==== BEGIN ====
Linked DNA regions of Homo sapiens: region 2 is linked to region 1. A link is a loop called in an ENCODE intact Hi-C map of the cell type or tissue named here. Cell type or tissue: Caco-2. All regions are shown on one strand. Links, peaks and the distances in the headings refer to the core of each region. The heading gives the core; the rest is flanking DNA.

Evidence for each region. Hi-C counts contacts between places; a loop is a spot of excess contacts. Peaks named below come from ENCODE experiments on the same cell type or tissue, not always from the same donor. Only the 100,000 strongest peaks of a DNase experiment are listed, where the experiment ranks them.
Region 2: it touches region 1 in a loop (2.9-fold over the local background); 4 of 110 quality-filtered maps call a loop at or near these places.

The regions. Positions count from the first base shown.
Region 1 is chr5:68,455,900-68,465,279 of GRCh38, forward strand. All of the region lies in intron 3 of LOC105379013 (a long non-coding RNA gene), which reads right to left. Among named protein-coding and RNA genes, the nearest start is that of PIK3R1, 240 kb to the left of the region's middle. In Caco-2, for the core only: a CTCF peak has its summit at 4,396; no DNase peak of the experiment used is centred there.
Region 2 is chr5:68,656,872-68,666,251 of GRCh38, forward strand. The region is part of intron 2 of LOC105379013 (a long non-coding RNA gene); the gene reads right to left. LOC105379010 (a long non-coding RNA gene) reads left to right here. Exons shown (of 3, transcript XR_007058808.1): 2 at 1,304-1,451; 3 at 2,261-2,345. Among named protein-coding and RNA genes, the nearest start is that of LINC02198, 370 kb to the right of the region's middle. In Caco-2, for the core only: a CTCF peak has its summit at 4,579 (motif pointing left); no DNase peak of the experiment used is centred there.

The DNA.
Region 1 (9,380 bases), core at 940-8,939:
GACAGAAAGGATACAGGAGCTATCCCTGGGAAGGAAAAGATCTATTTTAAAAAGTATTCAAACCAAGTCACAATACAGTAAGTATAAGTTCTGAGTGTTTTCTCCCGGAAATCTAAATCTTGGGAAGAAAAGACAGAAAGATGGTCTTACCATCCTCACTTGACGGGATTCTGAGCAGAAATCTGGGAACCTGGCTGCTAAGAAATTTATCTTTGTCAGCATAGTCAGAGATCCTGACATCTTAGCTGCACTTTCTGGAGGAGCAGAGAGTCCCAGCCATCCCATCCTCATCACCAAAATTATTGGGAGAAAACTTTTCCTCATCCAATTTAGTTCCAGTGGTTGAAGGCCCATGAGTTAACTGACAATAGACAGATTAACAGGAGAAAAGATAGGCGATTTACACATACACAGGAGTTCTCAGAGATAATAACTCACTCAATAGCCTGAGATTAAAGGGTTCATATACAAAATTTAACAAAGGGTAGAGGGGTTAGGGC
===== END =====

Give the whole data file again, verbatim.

Linked DNA regions of Homo sapiens: region 2 is linked to region 1. A link is a loop called in an ENCODE intact Hi-C map of the cell type or tissue named here. Cell type or tissue: Caco-2. All regions are shown on one strand. Links, peaks and the distances in the headings refer to the core of each region. The heading gives the core; the rest is flanking DNA.

Evidence for each region. Hi-C counts contacts between places; a loop is a spot of excess contacts. Peaks named below come from ENCODE experiments on the same cell type or tissue, not always from the same donor. Only the 100,000 strongest peaks of a DNase experiment are listed, where the experiment ranks them.
Region 2: it touches region 1 in a loop (2.9-fold over the local background); 4 of 110 quality-filtered maps call a loop at or near these places.

The regions. Positions count from the first base shown.
Region 1 is chr5:68,455,900-68,465,279 of GRCh38, forward strand. All of the region lies in intron 3 of LOC105379013 (a long non-coding RNA gene), which reads right to left. Among named protein-coding and RNA genes, the nearest start is that of PIK3R1, 240 kb to the left of the region's middle. In Caco-2, for the core only: a CTCF peak has its summit at 4,396; no DNase peak of the experiment used is centred there.
Region 2 is chr5:68,656,872-68,666,251 of GRCh38, forward strand. The region is part of intron 2 of LOC105379013 (a long non-coding RNA gene); the gene reads right to left. LOC105379010 (a long non-coding RNA gene) reads left to right here. Exons shown (of 3, transcript XR_007058808.1): 2 at 1,304-1,451; 3 at 2,261-2,345. Among named protein-coding and RNA genes, the nearest start is that of LINC02198, 370 kb to the right of the region's middle. In Caco-2, for the core only: a CTCF peak has its summit at 4,579 (motif pointing left); no DNase peak of the experiment used is centred there.

The DNA.
Region 1 (9,380 bases), core at 940-8,939:
GACAGAAAGGATACAGGAGCTATCCCTGGGAAGGAAAAGATCTATTTTAAAAAGTATTCAAACCAAGTCACAATACAGTAAGTATAAGTTCTGAGTGTTTTCTCCCGGAAATCTAAATCTTGGGAAGAAAAGACAGAAAGATGGTCTTACCATCCTCACTTGACGGGATTCTGAGCAGAAATCTGGGAACCTGGCTGCTAAGAAATTTATCTTTGTCAGCATAGTCAGAGATCCTGACATCTTAGCTGCACTTTCTGGAGGAGCAGAGAGTCCCAGCCATCCCATCCTCATCACCAAAATTATTGGGAGAAAACTTTTCCTCATCCAATTTAGTTCCAGTGGTTGAAGGCCCATGAGTTAACTGACAATAGACAGATTAACAGGAGAAAAGATAGGCGATTTACACATACACAGGAGTTCTCAGAGATAATAACTCACTCAATAGCCTGAGATTAAAGGGTTCATATACAAAATTTAACAAAGGGTAGAGGGGTTAGGGC